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    Jaybo. You seem to use the English language in a manner that I find difficult to understand. Whatever argument you are trying to make does not belong on a cycling forum. You should feel welcome to post as you see fit on the topic at hand.... which as you may remember is where is the best place to live in Oregon as it relates to cycling trail access, cost of living and access to the amenities and quality of life that Greg seeks. As I recall, he didn't ask about the US Government or US military, China or guns. There are plenty of political blogs and forums in cyberspace that welcome the points you seem to want to make. I look forward to seeing your future postings on here regarding the think that ties us here.... cycling.
    "Dang! You got shocks, pegs. Lucky!

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    Medford

    Is a great town. There isn't much riding right from your door if your on a mountain bike, but if you're willing to deal with throwing the bike on the car for all of 15-20 minutes, the riding is awesome year round (even in winter). Medford also places you closer to rides like the Applegate and the Grants Pass goodies. Ashland has great riding, but you'd be surprised how small it feels after a while. All the rides start with at least an hour climb, and if you shuttle, the drive up to the top takes a while, as the roads wind way around to get to the put in. There are some nice little bedroom communities between the two which are pretty nice like Talent and Phoenix.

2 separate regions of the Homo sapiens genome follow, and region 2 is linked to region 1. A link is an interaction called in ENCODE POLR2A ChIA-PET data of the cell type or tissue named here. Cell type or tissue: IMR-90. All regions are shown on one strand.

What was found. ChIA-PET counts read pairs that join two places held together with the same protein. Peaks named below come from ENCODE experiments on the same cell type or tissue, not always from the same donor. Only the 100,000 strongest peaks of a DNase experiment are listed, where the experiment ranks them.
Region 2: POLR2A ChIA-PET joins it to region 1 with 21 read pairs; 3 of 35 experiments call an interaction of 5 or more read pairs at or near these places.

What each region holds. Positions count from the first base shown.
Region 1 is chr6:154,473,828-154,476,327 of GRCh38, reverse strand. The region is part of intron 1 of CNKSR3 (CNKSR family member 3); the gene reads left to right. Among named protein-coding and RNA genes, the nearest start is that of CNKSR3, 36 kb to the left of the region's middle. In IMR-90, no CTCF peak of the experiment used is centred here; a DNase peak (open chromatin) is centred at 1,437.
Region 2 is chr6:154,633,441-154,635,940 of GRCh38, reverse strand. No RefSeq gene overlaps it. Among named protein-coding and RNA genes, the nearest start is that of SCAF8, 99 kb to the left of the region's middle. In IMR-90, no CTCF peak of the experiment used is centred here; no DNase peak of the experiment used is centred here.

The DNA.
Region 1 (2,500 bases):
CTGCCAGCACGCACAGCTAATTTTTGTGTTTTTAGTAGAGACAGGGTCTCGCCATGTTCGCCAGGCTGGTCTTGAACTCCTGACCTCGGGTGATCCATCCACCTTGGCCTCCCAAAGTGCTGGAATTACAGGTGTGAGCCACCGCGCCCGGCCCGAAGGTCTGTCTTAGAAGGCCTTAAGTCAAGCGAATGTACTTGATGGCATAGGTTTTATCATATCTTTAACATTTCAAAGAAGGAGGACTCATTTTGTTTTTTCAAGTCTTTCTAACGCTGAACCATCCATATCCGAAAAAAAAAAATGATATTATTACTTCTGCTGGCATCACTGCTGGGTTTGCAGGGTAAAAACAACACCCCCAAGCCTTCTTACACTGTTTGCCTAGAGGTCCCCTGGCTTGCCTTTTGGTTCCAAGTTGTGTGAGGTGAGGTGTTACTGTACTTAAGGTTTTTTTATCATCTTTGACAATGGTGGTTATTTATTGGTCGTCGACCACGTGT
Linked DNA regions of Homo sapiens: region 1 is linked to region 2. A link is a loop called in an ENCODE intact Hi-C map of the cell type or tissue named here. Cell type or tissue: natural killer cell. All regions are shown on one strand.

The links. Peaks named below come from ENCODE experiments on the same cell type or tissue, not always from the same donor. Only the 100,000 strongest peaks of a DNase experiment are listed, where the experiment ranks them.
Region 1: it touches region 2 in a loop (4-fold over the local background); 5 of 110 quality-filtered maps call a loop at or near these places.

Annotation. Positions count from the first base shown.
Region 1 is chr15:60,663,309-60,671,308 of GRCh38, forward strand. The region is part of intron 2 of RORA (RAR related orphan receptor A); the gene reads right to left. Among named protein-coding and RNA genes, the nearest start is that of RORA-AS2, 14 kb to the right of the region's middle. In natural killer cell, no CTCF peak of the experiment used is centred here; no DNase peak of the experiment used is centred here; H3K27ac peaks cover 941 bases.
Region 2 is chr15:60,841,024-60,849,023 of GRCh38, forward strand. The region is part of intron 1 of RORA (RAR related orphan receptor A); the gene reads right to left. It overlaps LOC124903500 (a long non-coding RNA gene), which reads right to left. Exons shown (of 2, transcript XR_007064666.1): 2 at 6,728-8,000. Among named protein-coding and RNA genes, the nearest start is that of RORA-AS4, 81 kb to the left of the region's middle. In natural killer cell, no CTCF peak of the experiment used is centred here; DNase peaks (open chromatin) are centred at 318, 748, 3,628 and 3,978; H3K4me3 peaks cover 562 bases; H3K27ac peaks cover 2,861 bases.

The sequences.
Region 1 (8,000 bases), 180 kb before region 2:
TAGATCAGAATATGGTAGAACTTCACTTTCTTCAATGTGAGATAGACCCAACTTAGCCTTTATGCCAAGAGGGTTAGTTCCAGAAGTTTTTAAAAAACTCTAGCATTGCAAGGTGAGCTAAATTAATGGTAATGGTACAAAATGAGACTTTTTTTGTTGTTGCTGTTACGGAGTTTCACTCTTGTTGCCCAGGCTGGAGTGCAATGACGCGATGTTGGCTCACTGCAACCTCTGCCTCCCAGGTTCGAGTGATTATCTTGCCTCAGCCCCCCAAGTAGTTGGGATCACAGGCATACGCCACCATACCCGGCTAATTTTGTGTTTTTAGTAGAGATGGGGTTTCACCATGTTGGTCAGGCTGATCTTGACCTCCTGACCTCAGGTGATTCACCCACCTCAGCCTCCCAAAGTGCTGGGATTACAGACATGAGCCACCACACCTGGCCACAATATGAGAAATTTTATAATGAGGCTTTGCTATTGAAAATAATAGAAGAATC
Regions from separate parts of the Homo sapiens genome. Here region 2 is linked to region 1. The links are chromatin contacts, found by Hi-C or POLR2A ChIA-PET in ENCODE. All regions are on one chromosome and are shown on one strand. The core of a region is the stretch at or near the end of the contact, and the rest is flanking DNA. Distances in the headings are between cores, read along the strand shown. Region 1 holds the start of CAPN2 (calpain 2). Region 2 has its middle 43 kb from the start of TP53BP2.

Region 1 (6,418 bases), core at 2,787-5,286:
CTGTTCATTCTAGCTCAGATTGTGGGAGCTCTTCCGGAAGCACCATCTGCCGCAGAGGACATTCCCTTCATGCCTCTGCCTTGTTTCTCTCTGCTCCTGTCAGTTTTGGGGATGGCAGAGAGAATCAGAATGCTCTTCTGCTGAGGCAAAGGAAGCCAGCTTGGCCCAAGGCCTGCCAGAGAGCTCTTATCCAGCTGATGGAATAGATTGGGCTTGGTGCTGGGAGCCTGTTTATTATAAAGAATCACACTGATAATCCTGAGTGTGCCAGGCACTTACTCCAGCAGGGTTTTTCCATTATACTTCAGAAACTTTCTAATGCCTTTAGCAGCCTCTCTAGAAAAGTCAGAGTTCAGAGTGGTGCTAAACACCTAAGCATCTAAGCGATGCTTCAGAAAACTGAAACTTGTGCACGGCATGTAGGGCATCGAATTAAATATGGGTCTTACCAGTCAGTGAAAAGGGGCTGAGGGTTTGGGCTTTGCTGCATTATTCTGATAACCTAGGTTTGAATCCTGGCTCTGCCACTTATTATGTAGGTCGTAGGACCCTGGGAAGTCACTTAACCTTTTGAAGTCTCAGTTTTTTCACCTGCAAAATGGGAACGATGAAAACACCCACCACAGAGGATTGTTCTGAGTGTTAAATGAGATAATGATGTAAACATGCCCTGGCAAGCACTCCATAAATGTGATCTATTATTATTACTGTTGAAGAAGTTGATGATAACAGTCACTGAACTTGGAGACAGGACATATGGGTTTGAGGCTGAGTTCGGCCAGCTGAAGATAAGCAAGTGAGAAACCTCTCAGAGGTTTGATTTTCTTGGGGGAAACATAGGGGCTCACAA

I like to start out slow and then back it off a notch.

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    Jeez, you people make Bend sound like Arizona in the summer. It's 100 degrees about three days in August.

    I love living here, but it is definitely an island in the middle of nowhere. There is more culture than there used to be, but a lot forty thousand dollar millionaires mingling with real millionaires in what was a hick/fleece town ten years ago. Mind you, I liked that hicktown better than what we have today. Still, it's a fantastic place to live.

    Eugene is grey way too much of the year for me.

    By the way, Central and Eastern Oregon are more conservative than Western Oregon. Not that people aren't liberal over here too, but not everyone is a democrat.

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    Quote Originally Posted by Jaybo
    You are more than welcome to move to another country! You will love PDX if you are a USA hater like you! Sheesh!
    I'll keep this brief: Criticizing the government's actions isn't the sign of a USA hater. It's often a sign of a USA lover who is insulted at the travesties sometimes committed in the name of this great country. In any event, our Founders strongly encouraged such criticism -- and would have recommended that those who discourage it find a different country to live in.